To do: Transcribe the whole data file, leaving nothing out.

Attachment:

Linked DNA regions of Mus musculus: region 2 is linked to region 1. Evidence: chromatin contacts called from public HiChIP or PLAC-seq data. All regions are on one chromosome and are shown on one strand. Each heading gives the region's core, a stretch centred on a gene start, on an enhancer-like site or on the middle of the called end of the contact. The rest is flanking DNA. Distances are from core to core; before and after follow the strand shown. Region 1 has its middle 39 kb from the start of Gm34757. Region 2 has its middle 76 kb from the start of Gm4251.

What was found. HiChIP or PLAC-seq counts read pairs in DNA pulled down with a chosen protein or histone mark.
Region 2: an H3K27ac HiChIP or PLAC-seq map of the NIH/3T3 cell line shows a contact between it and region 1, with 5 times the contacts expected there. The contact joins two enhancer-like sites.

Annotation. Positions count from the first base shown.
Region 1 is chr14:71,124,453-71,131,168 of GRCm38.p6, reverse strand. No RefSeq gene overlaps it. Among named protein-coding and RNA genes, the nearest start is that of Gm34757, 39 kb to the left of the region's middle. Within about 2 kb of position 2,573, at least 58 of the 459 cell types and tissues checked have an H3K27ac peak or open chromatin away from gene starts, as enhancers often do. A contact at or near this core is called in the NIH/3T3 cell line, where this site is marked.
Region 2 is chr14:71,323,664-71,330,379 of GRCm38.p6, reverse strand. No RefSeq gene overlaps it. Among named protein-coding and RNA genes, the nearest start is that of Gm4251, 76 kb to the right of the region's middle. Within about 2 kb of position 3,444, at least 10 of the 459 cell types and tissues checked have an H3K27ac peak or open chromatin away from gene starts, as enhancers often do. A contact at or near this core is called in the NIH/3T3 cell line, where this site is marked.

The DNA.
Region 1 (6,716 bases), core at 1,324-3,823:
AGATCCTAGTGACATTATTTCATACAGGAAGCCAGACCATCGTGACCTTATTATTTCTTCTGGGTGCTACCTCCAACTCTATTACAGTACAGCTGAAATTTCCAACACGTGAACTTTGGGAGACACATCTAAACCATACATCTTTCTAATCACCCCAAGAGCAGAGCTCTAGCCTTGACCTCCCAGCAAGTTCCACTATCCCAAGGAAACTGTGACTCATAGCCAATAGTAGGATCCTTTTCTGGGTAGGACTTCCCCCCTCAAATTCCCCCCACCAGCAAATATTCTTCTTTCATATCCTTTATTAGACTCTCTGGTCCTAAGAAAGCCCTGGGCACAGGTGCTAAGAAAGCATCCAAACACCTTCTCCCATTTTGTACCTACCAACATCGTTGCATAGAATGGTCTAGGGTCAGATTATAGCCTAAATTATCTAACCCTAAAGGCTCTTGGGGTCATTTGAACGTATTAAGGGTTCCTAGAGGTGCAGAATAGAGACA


Linked DNA regions of Mus musculus: region 2 is linked to region 1. Evidence: chromatin contacts called from public HiChIP or PLAC-seq data. All regions are on one chromosome and are shown on one strand. Each heading gives the region's core, a stretch centred on a gene start, on an enhancer-like site or on the middle of the called end of the contact. The rest is flanking DNA. Distances are from core to core; before and after follow the strand shown. Region 1 has its middle 39 kb from the start of Gm34757. Region 2 has its middle 76 kb from the start of Gm4251.

What was found. HiChIP or PLAC-seq counts read pairs in DNA pulled down with a chosen protein or histone mark.
Region 2: an H3K27ac HiChIP or PLAC-seq map of the NIH/3T3 cell line shows a contact between it and region 1, with 5 times the contacts expected there. The contact joins two enhancer-like sites.

Annotation. Positions count from the first base shown.
Region 1 is chr14:71,124,453-71,131,168 of GRCm38.p6, reverse strand. No RefSeq gene overlaps it. Among named protein-coding and RNA genes, the nearest start is that of Gm34757, 39 kb to the left of the region's middle. Within about 2 kb of position 2,573, at least 58 of the 459 cell types and tissues checked have an H3K27ac peak or open chromatin away from gene starts, as enhancers often do. A contact at or near this core is called in the NIH/3T3 cell line, where this site is marked.
Region 2 is chr14:71,323,664-71,330,379 of GRCm38.p6, reverse strand. No RefSeq gene overlaps it. Among named protein-coding and RNA genes, the nearest start is that of Gm4251, 76 kb to the right of the region's middle. Within about 2 kb of position 3,444, at least 10 of the 459 cell types and tissues checked have an H3K27ac peak or open chromatin away from gene starts, as enhancers often do. A contact at or near this core is called in the NIH/3T3 cell line, where this site is marked.

The DNA.
Region 1 (6,716 bases), core at 1,324-3,823:
AGATCCTAGTGACATTATTTCATACAGGAAGCCAGACCATCGTGACCTTATTATTTCTTCTGGGTGCTACCTCCAACTCTATTACAGTACAGCTGAAATTTCCAACACGTGAACTTTGGGAGACACATCTAAACCATACATCTTTCTAATCACCCCAAGAGCAGAGCTCTAGCCTTGACCTCCCAGCAAGTTCCACTATCCCAAGGAAACTGTGACTCATAGCCAATAGTAGGATCCTTTTCTGGGTAGGACTTCCCCCCTCAAATTCCCCCCACCAGCAAATATTCTTCTTTCATATCCTTTATTAGACTCTCTGGTCCTAAGAAAGCCCTGGGCACAGGTGCTAAGAAAGCATCCAAACACCTTCTCCCATTTTGTACCTACCAACATCGTTGCATAGAATGGTCTAGGGTCAGATTATAGCCTAAATTATCTAACCCTAAAGGCTCTTGGGGTCATTTGAACGTATTAAGGGTTCCTAGAGGTGCAGAATAGAGACA